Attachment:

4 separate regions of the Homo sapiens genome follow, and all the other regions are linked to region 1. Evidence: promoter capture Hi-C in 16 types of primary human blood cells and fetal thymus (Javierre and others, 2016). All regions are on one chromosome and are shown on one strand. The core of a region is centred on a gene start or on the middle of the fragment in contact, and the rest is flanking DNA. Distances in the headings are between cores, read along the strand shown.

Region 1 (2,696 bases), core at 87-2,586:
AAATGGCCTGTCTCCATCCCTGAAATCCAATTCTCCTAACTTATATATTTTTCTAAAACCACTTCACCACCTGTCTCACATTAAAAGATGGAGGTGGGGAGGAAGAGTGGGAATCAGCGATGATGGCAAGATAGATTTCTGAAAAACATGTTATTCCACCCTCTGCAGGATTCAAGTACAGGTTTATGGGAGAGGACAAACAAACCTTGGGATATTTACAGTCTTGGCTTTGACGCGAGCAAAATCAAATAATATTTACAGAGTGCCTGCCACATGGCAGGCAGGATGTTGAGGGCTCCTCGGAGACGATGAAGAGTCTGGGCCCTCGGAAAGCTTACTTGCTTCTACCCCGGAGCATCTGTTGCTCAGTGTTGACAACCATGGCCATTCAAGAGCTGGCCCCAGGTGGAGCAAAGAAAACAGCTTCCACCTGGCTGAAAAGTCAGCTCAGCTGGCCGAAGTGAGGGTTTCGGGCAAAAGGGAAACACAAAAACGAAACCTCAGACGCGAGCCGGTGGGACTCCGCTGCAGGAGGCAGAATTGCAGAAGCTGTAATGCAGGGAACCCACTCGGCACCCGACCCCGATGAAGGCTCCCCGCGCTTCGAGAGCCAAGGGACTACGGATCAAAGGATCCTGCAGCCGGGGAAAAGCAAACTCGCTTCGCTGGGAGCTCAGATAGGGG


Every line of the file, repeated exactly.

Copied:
4 separate regions of the Homo sapiens genome follow, and all the other regions are linked to region 1. Evidence: promoter capture Hi-C in 16 types of primary human blood cells and fetal thymus (Javierre and others, 2016). All regions are on one chromosome and are shown on one strand. The core of a region is centred on a gene start or on the middle of the fragment in contact, and the rest is flanking DNA. Distances in the headings are between cores, read along the strand shown.

Region 1 (2,696 bases), core at 87-2,586:
AAATGGCCTGTCTCCATCCCTGAAATCCAATTCTCCTAACTTATATATTTTTCTAAAACCACTTCACCACCTGTCTCACATTAAAAGATGGAGGTGGGGAGGAAGAGTGGGAATCAGCGATGATGGCAAGATAGATTTCTGAAAAACATGTTATTCCACCCTCTGCAGGATTCAAGTACAGGTTTATGGGAGAGGACAAACAAACCTTGGGATATTTACAGTCTTGGCTTTGACGCGAGCAAAATCAAATAATATTTACAGAGTGCCTGCCACATGGCAGGCAGGATGTTGAGGGCTCCTCGGAGACGATGAAGAGTCTGGGCCCTCGGAAAGCTTACTTGCTTCTACCCCGGAGCATCTGTTGCTCAGTGTTGACAACCATGGCCATTCAAGAGCTGGCCCCAGGTGGAGCAAAGAAAACAGCTTCCACCTGGCTGAAAAGTCAGCTCAGCTGGCCGAAGTGAGGGTTTCGGGCAAAAGGGAAACACAAAAACGAAACCTCAGACGCGAGCCGGTGGGACTCCGCTGCAGGAGGCAGAATTGCAGAAGCTGTAATGCAGGGAACCCACTCGGCACCCGACCCCGATGAAGGCTCCCCGCGCTTCGAGAGCCAAGGGACTACGGATCAAAGGATCCTGCAGCCGGGGAAAAGCAAACTCGCTTCGCTGGGAGCTCAGATAGGGG